You know that famous Boston TV bar, Cheers, where everybody knows your name? In theater, that would be true of New York Post's theater gossip maven Michael Riedel. Everyone who's anyone and then some know his name. Some have praise for his gotcha journalism as long as it's in praise of them. Others -well, you know. Riedel wields enormous power - as much as and maybe more than top critics. Producers take his calls and have his ear for any morsel of an exclusive.
Once, at a theater publication where he, I think, fresh out of university, was in a top editorial position, he was being vindictive in print toward an actor. I, a lowly contributor, politely castigated him, saying, "You'll never get anywhere being cruel." He laughed. Did I bungle that! One of the many times I've been wrong. Of course, you can make a career out of it—if you don't mind stepping on toes and hurting people.
Riedel's come a long way. His columns are eagerly anticipated. He has a loyal TV following for almost two decades, as co-host with Susan Haskins, on THIRTEEN's Theater Talk, engaging the crème de la crème of theater folk in insightful conversation. Turning aside from the occasional forays noted above, Riedel has a deep knowledge of the business of show. He digs to get the nitty gritty and manages to make it entertaining.
He can be nice, even charming, but he knows his way around a boiling pot and how to stir and stir it. Riedel may be the only person who can get blood out of a turnip. Sometimes, you may not like what he writes—and he can be cruel (you can't wait to read it), but he gets it right 99 percent of the time.
Anyone who's followed Riedel knows he can write with beguiling naiveté and has a yen to act (there's a slim chance he'll ever be grasping a Tony and the probability I'll be wrong again). Now, he finally has his name in lights: on the cover of his theatrical tell-all, Razzle Dazzle: The Battle for Broadway (Simon & Schuster; 447 pages; hardcover/e-book; two notated B&W photo sections; B&W double-trunk endpapers of the Deuce before and after Disney; 10 pages of source notes; four-page bibliography; index; SRP $27).
There isn't a lot or razzle dazzle for 63 pages, as Riedel he takes us through the creation of Broadway as we now know it, the moguls-that-were-and-are, their behind-the-scenes intrigue and power ploys, feather-bedding, and questionable business practices. Readers may not be too shocked to find some legendary names were corrupt. A few noble ones certainly had more on their minds than ars gratia artis--as in Metro-Goldwyn-Mayer's Latin slogan that translates "art for art's sake."
Things start to pop with potboiler tales of Broadway's so-called Golden Age and such important players as Berlin, Rodgers and Hart, Rodgers and Hammerstein, Porter, Lerner and Loewe, Bernstein, Comden and Green, and Robbins; death and rebirth of Broadway; players such as Merrick, Prince, Fosse, Bennett; the game-changer, A Chorus Line; and the Brit invasion.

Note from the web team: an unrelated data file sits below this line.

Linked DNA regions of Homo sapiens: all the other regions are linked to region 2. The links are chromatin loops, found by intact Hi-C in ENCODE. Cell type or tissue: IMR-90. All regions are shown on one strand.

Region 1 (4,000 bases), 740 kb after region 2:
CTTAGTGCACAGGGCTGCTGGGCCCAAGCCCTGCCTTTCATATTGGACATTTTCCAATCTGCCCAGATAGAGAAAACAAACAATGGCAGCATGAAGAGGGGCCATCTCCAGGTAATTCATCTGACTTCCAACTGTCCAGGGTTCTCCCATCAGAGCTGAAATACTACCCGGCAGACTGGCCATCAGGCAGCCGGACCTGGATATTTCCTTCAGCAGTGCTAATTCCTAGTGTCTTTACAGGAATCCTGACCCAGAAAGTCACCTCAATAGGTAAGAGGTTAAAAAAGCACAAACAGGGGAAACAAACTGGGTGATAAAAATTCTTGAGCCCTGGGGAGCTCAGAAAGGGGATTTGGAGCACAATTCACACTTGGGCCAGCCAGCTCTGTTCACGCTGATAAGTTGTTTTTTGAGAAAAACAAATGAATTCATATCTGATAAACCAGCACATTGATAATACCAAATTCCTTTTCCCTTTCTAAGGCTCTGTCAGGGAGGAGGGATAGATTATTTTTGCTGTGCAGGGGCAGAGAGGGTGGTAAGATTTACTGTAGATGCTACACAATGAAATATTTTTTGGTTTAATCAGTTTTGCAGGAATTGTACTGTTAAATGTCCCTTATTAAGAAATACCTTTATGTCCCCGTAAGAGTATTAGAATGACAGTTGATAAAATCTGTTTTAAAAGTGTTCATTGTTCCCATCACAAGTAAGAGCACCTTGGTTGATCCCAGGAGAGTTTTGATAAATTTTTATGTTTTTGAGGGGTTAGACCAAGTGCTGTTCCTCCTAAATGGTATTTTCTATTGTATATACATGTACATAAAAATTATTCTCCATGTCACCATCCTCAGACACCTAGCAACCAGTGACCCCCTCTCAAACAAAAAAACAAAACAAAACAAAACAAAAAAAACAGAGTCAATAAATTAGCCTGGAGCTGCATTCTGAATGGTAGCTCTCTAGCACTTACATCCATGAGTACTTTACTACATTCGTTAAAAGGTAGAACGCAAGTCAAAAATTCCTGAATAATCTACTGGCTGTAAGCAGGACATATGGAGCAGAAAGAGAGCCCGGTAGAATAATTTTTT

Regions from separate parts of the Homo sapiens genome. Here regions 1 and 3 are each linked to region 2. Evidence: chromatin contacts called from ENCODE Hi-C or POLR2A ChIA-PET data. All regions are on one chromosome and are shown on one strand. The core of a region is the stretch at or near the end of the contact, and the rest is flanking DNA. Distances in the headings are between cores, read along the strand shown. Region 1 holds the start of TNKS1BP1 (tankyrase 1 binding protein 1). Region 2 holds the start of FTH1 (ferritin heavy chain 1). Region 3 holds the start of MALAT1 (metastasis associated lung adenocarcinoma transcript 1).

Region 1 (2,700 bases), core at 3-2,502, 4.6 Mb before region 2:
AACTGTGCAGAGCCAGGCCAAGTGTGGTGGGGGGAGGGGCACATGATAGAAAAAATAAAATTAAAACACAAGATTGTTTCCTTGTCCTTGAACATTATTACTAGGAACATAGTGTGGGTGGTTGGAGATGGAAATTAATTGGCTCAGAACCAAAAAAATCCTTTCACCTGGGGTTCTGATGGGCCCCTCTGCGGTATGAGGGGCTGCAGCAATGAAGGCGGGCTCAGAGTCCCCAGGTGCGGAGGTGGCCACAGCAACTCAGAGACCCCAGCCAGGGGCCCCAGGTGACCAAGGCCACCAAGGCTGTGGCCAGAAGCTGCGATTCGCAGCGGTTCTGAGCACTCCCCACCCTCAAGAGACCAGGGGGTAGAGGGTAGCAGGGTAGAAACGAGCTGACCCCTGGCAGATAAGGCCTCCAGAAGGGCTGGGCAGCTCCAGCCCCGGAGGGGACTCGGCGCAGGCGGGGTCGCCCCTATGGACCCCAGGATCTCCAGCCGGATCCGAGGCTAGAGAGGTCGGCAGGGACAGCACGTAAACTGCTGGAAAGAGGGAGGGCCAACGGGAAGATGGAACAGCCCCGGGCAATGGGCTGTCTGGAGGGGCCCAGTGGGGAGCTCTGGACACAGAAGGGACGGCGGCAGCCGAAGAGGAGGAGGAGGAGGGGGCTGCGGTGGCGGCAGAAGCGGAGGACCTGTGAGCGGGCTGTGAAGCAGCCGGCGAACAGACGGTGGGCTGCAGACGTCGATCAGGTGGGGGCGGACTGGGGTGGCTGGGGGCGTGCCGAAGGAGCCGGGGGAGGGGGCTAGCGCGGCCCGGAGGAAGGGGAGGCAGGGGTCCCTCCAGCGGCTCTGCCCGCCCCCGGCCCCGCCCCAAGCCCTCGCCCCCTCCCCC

It gets more riveting as New York declares war on drugs, massage parlors, and the derelicts of Times Square; then comes urban renewal as historic theaters are razed in the name of progress; and rivalries emerge among producing entities.
The most entertaining portion comes as Riedel builds suspense recounting the bitter battle for awards and audiences of two vastly different musicals, Nine and Dreamgirls. Both had troubled beginnings (one had a leading lady with rapturous reviews who knew how to get under her director's skin a la antics worthy of Judy Garland), but ended up having huge box office. Dreamgirls, with music by Henry Krieger and lyrics/book by Tom Eyen, was a fast-paced, showbiz musical with R&B overtones, about a trio of Chicago vocalists loosely based on The Supremes and Diana Ross's solo stardom. Directed by Michael Bennett, it opened December 20, 1981 at the Imperial on West 45th Street; and was nominated for 13 Tonys, including Best Musical - and won six.
Nine, an adaption of Fellini's semi-autobiographical film “8½” by Mario Fratti with a score by Maury Yeston, was an epic-staging with knock-out costumes and sex appeal. As the project developed, Arthur Kopit was hired to further develop the book.
Set in a spa in the environs of 60's Venice, Nine told of a famous director's midlife crisis as he turns 40: his addiction to women, and the loss of creativity. Directed by Tommy Tune, the show opened May 9, 1982, the absolute deadline for nomination consideration, at the 46th Street (now, Richard Rodgers); and was nominated for 12 Tonys and, in a heated contest among producers and voters, took home five, including an upset as Best Musical.
Though the entrances are on different streets, the theatres abutted, which led to stories of trembling walls; fierce competition; name-calling; Bennett, recovering from the failure of Ballroom, turning to drugs and heavy drinking; rumors of Oscar-like canvassing for votes; and accusations of payoffs. Then came the error in judgment of a Broadway producer and the betrayal of New York Times critic Frank Rich.
Subsequent chapters deal with the Brit invasion; the impact of AIDS; the sung-through Chess (a West End smash conceived by Bennett (after a bitter start due to relations with Tim Rice), and ABBA's Benny Anderson and Björn Ulvaeus; the cover-up of Bennett's AIDS diagnosis; Trevor Nunn taking over after a blackmail megadeal for a tour of his Nicholas Nickleby--and the musical's failure on Broadway, with a new concept directed by Nunn, but with the fatal mistake of adding a book.
”Razzle Dazzle” continues onward and upward with Sondheim's critically-acclaimed works, the arrival of Les Miserables, Andrew Lloyd Webber's phenomena Cats and The Phantom of the Opera, Disney Theatricals' emergence as a Broadway powerhouse, the world-wide success of ABBA's Mamma Mia!, right through to the changing of the guard at the Shubert Organization.